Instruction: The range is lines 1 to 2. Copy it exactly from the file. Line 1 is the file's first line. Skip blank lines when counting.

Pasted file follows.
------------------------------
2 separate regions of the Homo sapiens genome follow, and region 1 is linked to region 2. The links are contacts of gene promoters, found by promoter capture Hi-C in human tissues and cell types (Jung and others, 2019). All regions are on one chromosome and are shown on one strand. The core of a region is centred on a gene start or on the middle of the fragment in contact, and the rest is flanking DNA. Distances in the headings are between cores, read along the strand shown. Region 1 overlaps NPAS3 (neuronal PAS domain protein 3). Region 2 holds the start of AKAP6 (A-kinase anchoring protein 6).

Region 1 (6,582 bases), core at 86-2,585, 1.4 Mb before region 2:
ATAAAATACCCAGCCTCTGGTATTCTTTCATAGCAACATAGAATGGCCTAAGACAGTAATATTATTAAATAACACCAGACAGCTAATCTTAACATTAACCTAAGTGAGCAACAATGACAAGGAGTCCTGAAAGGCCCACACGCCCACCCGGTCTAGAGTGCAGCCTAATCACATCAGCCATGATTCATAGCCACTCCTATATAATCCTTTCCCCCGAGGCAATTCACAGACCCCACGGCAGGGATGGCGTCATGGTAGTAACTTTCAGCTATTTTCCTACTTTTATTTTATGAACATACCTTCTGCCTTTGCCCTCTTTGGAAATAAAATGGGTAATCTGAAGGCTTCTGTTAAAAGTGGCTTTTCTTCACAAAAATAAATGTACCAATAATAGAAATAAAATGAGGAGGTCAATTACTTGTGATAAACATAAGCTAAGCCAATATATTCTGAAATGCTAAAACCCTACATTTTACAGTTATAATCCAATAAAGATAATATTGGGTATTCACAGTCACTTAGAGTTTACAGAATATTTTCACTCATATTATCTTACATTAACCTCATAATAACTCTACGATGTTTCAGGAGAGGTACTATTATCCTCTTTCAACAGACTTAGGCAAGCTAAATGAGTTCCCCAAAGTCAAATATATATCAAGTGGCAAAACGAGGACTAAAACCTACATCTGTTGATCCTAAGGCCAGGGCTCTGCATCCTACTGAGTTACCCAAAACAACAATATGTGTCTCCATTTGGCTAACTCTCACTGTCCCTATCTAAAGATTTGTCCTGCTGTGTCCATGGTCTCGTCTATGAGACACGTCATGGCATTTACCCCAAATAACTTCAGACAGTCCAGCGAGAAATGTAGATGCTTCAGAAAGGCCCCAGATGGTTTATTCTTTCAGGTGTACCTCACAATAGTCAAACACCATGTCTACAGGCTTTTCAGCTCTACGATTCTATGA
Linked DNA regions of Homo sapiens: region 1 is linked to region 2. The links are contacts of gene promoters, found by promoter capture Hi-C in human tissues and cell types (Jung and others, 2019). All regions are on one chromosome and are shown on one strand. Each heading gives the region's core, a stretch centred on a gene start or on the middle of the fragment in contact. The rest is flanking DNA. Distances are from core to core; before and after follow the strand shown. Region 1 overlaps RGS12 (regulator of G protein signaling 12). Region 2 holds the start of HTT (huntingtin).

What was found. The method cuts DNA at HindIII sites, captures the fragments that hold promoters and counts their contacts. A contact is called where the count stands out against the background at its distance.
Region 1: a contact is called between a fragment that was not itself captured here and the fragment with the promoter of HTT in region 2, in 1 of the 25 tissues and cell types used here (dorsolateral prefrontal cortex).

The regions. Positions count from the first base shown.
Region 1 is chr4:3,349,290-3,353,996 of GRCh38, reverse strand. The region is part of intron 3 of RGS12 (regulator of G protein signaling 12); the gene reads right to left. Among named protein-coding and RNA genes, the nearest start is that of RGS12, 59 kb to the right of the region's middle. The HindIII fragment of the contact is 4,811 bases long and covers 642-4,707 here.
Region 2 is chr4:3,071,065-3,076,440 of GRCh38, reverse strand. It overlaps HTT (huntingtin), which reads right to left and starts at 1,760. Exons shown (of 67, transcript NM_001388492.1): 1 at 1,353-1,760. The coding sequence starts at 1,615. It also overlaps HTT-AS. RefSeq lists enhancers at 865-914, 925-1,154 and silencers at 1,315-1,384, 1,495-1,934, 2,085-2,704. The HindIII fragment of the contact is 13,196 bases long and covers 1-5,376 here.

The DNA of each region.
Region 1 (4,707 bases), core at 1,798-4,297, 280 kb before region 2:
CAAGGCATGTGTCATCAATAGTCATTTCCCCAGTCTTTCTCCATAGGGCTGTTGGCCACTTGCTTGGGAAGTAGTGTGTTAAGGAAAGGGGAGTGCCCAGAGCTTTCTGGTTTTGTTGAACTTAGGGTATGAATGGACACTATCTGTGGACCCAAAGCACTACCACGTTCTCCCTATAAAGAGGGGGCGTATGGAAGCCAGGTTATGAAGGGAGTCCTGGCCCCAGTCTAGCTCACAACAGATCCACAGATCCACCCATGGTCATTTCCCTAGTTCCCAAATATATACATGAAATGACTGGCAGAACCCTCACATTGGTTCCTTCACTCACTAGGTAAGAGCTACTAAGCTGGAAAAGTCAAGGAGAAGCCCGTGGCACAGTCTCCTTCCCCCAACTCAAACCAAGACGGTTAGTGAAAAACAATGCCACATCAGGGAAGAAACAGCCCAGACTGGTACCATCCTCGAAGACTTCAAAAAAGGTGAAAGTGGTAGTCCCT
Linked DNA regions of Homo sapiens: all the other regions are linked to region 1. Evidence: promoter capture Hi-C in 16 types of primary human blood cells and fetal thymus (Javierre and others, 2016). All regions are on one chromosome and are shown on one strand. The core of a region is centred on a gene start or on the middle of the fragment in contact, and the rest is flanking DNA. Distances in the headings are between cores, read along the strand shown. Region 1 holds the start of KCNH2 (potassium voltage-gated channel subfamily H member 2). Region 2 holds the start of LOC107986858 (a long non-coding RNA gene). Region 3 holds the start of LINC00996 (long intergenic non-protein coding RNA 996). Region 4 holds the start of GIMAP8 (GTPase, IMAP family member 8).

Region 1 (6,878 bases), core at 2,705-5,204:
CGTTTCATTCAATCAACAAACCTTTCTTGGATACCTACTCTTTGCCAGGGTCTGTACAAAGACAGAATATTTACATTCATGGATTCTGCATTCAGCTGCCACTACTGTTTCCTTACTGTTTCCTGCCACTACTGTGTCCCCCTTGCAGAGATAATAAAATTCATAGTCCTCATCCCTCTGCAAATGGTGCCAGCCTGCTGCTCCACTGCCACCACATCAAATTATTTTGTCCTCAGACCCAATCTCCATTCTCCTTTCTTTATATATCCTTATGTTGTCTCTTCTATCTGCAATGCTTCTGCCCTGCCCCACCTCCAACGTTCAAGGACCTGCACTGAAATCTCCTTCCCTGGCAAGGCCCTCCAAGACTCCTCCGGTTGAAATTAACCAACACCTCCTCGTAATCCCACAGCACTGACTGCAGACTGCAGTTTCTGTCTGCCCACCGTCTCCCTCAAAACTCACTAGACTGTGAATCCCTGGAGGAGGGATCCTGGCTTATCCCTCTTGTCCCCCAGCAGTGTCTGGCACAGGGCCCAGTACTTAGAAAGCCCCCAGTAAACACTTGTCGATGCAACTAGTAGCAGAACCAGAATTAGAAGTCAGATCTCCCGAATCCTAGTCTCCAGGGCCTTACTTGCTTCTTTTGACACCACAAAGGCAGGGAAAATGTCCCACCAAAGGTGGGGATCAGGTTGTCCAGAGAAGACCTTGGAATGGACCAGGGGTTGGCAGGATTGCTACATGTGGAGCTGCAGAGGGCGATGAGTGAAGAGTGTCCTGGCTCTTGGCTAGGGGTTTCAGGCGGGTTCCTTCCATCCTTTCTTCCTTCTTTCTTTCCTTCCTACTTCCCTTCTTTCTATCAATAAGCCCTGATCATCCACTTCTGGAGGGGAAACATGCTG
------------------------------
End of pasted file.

2 separate regions of the Homo sapiens genome follow, and region 1 is linked to region 2. The links are contacts of gene promoters, found by promoter capture Hi-C in human tissues and cell types (Jung and others, 2019). All regions are on one chromosome and are shown on one strand. The core of a region is centred on a gene start or on the middle of the fragment in contact, and the rest is flanking DNA. Distances in the headings are between cores, read along the strand shown. Region 1 overlaps NPAS3 (neuronal PAS domain protein 3). Region 2 holds the start of AKAP6 (A-kinase anchoring protein 6).

Region 1 (6,582 bases), core at 86-2,585, 1.4 Mb before region 2: